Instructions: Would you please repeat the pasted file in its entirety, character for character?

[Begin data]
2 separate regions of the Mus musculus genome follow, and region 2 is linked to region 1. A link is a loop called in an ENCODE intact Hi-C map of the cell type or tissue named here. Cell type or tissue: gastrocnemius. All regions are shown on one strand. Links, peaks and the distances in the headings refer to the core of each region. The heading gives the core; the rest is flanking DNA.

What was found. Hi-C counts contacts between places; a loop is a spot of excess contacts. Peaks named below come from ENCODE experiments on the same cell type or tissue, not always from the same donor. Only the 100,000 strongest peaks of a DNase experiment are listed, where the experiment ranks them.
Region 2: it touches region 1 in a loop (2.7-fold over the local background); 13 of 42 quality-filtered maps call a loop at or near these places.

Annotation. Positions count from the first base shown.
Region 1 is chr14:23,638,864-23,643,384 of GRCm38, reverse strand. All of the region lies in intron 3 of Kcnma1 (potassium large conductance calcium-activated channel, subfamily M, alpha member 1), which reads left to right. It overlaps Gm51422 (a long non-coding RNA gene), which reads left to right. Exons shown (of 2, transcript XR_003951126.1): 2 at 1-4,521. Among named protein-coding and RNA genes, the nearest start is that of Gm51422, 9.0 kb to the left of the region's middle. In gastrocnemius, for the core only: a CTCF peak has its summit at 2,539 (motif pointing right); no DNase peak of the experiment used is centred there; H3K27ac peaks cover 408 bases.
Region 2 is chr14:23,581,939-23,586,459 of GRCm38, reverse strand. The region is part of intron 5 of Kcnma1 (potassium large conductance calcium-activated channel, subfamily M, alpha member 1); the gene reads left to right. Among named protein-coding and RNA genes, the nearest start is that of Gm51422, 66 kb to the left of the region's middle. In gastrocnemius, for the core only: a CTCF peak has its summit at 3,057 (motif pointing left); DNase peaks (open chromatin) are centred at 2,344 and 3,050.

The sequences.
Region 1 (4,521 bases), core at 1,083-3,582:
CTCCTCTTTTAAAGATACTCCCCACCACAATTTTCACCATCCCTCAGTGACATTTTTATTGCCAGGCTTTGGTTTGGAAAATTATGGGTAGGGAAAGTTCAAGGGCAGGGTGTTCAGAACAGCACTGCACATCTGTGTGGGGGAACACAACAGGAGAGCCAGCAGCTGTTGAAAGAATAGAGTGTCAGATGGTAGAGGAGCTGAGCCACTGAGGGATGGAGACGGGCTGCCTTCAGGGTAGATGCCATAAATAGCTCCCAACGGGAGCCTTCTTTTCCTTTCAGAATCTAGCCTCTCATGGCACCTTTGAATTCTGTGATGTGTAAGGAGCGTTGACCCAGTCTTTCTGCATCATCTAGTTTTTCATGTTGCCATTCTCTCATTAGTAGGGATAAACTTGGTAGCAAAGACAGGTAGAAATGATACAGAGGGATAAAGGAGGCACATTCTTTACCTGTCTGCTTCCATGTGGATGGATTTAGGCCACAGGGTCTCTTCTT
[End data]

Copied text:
2 separate regions of the Mus musculus genome follow, and region 2 is linked to region 1. A link is a loop called in an ENCODE intact Hi-C map of the cell type or tissue named here. Cell type or tissue: gastrocnemius. All regions are shown on one strand. Links, peaks and the distances in the headings refer to the core of each region. The heading gives the core; the rest is flanking DNA.

What was found. Hi-C counts contacts between places; a loop is a spot of excess contacts. Peaks named below come from ENCODE experiments on the same cell type or tissue, not always from the same donor. Only the 100,000 strongest peaks of a DNase experiment are listed, where the experiment ranks them.
Region 2: it touches region 1 in a loop (2.7-fold over the local background); 13 of 42 quality-filtered maps call a loop at or near these places.

Annotation. Positions count from the first base shown.
Region 1 is chr14:23,638,864-23,643,384 of GRCm38, reverse strand. All of the region lies in intron 3 of Kcnma1 (potassium large conductance calcium-activated channel, subfamily M, alpha member 1), which reads left to right. It overlaps Gm51422 (a long non-coding RNA gene), which reads left to right. Exons shown (of 2, transcript XR_003951126.1): 2 at 1-4,521. Among named protein-coding and RNA genes, the nearest start is that of Gm51422, 9.0 kb to the left of the region's middle. In gastrocnemius, for the core only: a CTCF peak has its summit at 2,539 (motif pointing right); no DNase peak of the experiment used is centred there; H3K27ac peaks cover 408 bases.
Region 2 is chr14:23,581,939-23,586,459 of GRCm38, reverse strand. The region is part of intron 5 of Kcnma1 (potassium large conductance calcium-activated channel, subfamily M, alpha member 1); the gene reads left to right. Among named protein-coding and RNA genes, the nearest start is that of Gm51422, 66 kb to the left of the region's middle. In gastrocnemius, for the core only: a CTCF peak has its summit at 3,057 (motif pointing left); DNase peaks (open chromatin) are centred at 2,344 and 3,050.

The sequences.
Region 1 (4,521 bases), core at 1,083-3,582:
CTCCTCTTTTAAAGATACTCCCCACCACAATTTTCACCATCCCTCAGTGACATTTTTATTGCCAGGCTTTGGTTTGGAAAATTATGGGTAGGGAAAGTTCAAGGGCAGGGTGTTCAGAACAGCACTGCACATCTGTGTGGGGGAACACAACAGGAGAGCCAGCAGCTGTTGAAAGAATAGAGTGTCAGATGGTAGAGGAGCTGAGCCACTGAGGGATGGAGACGGGCTGCCTTCAGGGTAGATGCCATAAATAGCTCCCAACGGGAGCCTTCTTTTCCTTTCAGAATCTAGCCTCTCATGGCACCTTTGAATTCTGTGATGTGTAAGGAGCGTTGACCCAGTCTTTCTGCATCATCTAGTTTTTCATGTTGCCATTCTCTCATTAGTAGGGATAAACTTGGTAGCAAAGACAGGTAGAAATGATACAGAGGGATAAAGGAGGCACATTCTTTACCTGTCTGCTTCCATGTGGATGGATTTAGGCCACAGGGTCTCTTCTT